BooksForKidsBlog

Wednesday, May 05, 2021

Egg-cellent Book Bonus! There's a Dragon in Your Book by Tom Fletcher

LOOK! THERE'S AN EGG IN YOUR BOOK!

That's a NOVEL surprise!...

But as we know, an egg doesn't stay an egg

It's cracking and ... hatching out a baby dragon--an adorable baby dragon!

TICKLE HER LITTLE NOSE!

A-CHOOO!

OOPS! There's one thing we didn't know. When baby dragons sneeze, they make little sparks fly all over. We have to blow out the little fires and hurry and turn the page!

But when the page is turned, there are little fires there on both pages. And when we turn that page to tamp down the fire, there's smoke escaping under that page.

LET'S USE IMAGINATION. IMAGINE A BIG WATER BALLOON, READY TO POP!

You DID it!

SPLASH!

The little dragon does a great job! The fire is out! Now, how about imagining up a giant ice cream cone for her reward? YUM! But that huge double decker leaves the little dragon sleepy and too full to fly! Oh, NO! How will she get back home?

Where there's a will, there's a way, in Tom Fletcher's latest in the Who's In Your Book? series, There's a Dragon in Your Book (Random House, 2018), another interactive story book with, thanks to artist Greg Abbott, the cutest baby hatchling dragon ever! Set in spot-art style in large figures and colorful text against bright white pages, this book is a cheery imagination workout for toddlers and an easy and fun book for emergent readers as well. For more fanciful brain workouts, see other books in this interactive book series, There's an Alien in Your Book (Who's In Your Book?), and There's a Monster in Your Book (Who's In Your Book?) (see my review here.)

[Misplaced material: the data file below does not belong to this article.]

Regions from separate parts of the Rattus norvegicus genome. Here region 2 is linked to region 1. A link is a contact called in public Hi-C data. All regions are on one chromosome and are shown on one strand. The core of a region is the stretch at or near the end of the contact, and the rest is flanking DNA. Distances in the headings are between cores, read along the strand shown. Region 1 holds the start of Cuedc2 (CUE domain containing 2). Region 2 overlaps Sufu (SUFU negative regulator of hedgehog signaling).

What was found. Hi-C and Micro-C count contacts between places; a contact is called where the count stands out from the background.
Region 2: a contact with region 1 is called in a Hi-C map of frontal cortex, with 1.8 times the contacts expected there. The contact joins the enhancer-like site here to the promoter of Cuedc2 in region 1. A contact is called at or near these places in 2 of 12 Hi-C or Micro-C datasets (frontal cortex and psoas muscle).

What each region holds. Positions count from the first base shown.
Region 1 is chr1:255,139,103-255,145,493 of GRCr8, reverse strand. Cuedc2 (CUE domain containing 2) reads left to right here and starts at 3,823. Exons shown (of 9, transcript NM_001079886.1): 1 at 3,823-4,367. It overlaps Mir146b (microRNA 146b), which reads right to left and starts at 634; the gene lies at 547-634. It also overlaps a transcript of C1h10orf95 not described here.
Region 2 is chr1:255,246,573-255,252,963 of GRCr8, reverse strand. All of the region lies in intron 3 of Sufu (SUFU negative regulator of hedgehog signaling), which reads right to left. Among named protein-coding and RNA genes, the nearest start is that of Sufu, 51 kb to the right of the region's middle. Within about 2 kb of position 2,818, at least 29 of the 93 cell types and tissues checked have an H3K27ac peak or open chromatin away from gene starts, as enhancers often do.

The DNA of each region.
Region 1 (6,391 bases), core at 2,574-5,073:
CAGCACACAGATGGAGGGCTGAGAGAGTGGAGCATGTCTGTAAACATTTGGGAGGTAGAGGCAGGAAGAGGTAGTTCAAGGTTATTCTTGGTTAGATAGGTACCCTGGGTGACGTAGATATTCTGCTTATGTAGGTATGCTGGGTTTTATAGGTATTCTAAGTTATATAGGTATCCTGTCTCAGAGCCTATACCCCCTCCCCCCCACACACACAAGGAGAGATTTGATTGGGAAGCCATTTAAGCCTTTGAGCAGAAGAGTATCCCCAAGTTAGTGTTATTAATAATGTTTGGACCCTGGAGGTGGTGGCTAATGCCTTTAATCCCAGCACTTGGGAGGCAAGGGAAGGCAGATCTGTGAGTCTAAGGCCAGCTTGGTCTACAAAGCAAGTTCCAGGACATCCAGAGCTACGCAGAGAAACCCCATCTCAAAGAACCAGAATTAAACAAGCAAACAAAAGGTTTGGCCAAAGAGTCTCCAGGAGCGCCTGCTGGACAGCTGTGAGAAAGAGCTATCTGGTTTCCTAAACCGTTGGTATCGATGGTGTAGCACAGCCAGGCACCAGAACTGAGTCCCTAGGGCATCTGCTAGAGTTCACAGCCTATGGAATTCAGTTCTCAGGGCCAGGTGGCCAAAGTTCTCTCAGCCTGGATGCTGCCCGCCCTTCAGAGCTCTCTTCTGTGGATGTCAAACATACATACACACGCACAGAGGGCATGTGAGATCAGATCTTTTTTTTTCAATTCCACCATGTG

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Tuesday, May 04, 2021

Mooshy Squooshy! The Piggy in the Puddle by Charlotte Pomerantz

SEE THE PIGGY,

SEE THE PUDDLE.

SEE THE MUDDY LITTLE PUDDLE.

SEE THE PIGGY IN THE MIDDLE

OF THE MUDDY LITTLE PUDDLE?

SEE HER DAWDLE, PLUMP AND LITTLE,

IN THE VERY MUDDY MIDDLE.

This can't be good! Piggy in her dainty little bonnet in a muddy puddle seems an anomalie. Whatever is she thinking?

Her brother Billy admonishes her sternly, but she continues to wiggle and giggle with glee, until Silly Billy gives in to his impulse, and joins her for a wallow.

From her tiny tea table, her mother exhorts her:

"FIDDLE FADDLE! GET OUT OF THERE! SKEDADDLE!"

Fuddy-duddy Daddy, in his plushy bathrobe with bar of soap in hand, has his plan.

"WHAT YOU NEED IS LOTS OF SOAP!"

BUT THE PIGGY ANSWERED,

"SQUISHY SQUASHY--NOPE!"

The Pig Family gives in and lets nature take its course, and they all succumb to the wish to wallow very merrily!

In this super silly rhyming story, author Charlotte Pomerantz gives in to a delicious and delightful wallow in deep wordplay with rhyme, alliteration, and shifting vowels that make this one a bit of a tongue twister, aided and abetted by the celebrated illustrator James Marshall, whose stuffy, fin de siecle-dressed pig family revert to their natures and dive way down derry into the so oofy poofy mud. A sheer joy to read aloud and a great giggle getter, this one is a gift to kids and grownups alike.